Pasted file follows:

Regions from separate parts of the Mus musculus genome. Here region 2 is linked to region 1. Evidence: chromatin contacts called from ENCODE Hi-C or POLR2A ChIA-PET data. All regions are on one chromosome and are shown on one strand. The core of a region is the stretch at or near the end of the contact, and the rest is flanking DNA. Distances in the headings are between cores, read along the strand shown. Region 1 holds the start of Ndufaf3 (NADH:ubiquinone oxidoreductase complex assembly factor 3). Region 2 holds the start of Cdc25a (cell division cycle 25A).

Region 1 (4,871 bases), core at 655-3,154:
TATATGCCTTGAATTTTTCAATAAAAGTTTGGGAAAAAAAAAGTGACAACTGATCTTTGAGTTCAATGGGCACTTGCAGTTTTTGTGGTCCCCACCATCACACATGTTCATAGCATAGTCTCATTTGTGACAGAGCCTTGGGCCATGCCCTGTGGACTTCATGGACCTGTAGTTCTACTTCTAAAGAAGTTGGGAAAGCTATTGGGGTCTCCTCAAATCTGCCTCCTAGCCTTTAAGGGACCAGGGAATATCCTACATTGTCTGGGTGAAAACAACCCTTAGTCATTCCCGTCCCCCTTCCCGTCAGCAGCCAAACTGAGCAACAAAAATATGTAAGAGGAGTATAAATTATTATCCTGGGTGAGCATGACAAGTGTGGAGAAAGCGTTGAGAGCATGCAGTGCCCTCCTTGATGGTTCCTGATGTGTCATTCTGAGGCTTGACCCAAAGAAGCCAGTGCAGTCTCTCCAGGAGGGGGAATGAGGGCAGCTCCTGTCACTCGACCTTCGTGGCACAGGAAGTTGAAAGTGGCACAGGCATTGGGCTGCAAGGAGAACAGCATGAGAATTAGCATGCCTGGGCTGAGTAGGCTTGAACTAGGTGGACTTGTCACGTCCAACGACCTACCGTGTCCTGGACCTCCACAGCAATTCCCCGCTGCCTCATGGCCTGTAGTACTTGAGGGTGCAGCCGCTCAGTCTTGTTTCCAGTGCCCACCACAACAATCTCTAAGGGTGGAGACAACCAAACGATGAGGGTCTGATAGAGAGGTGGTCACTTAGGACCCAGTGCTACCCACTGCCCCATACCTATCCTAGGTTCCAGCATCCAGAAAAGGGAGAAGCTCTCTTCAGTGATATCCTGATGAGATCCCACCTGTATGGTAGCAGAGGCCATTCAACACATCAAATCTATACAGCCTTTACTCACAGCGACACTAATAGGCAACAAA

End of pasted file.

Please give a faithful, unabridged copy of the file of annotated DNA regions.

Regions from separate parts of the Mus musculus genome. Here region 2 is linked to region 1. Evidence: chromatin contacts called from ENCODE Hi-C or POLR2A ChIA-PET data. All regions are on one chromosome and are shown on one strand. The core of a region is the stretch at or near the end of the contact, and the rest is flanking DNA. Distances in the headings are between cores, read along the strand shown. Region 1 holds the start of Ndufaf3 (NADH:ubiquinone oxidoreductase complex assembly factor 3). Region 2 holds the start of Cdc25a (cell division cycle 25A).

Region 1 (4,871 bases), core at 655-3,154:
TATATGCCTTGAATTTTTCAATAAAAGTTTGGGAAAAAAAAAGTGACAACTGATCTTTGAGTTCAATGGGCACTTGCAGTTTTTGTGGTCCCCACCATCACACATGTTCATAGCATAGTCTCATTTGTGACAGAGCCTTGGGCCATGCCCTGTGGACTTCATGGACCTGTAGTTCTACTTCTAAAGAAGTTGGGAAAGCTATTGGGGTCTCCTCAAATCTGCCTCCTAGCCTTTAAGGGACCAGGGAATATCCTACATTGTCTGGGTGAAAACAACCCTTAGTCATTCCCGTCCCCCTTCCCGTCAGCAGCCAAACTGAGCAACAAAAATATGTAAGAGGAGTATAAATTATTATCCTGGGTGAGCATGACAAGTGTGGAGAAAGCGTTGAGAGCATGCAGTGCCCTCCTTGATGGTTCCTGATGTGTCATTCTGAGGCTTGACCCAAAGAAGCCAGTGCAGTCTCTCCAGGAGGGGGAATGAGGGCAGCTCCTGTCACTCGACCTTCGTGGCACAGGAAGTTGAAAGTGGCACAGGCATTGGGCTGCAAGGAGAACAGCATGAGAATTAGCATGCCTGGGCTGAGTAGGCTTGAACTAGGTGGACTTGTCACGTCCAACGACCTACCGTGTCCTGGACCTCCACAGCAATTCCCCGCTGCCTCATGGCCTGTAGTACTTGAGGGTGCAGCCGCTCAGTCTTGTTTCCAGTGCCCACCACAACAATCTCTAAGGGTGGAGACAACCAAACGATGAGGGTCTGATAGAGAGGTGGTCACTTAGGACCCAGTGCTACCCACTGCCCCATACCTATCCTAGGTTCCAGCATCCAGAAAAGGGAGAAGCTCTCTTCAGTGATATCCTGATGAGATCCCACCTGTATGGTAGCAGAGGCCATTCAACACATCAAATCTATACAGCCTTTACTCACAGCGACACTAATAGGCAACAAA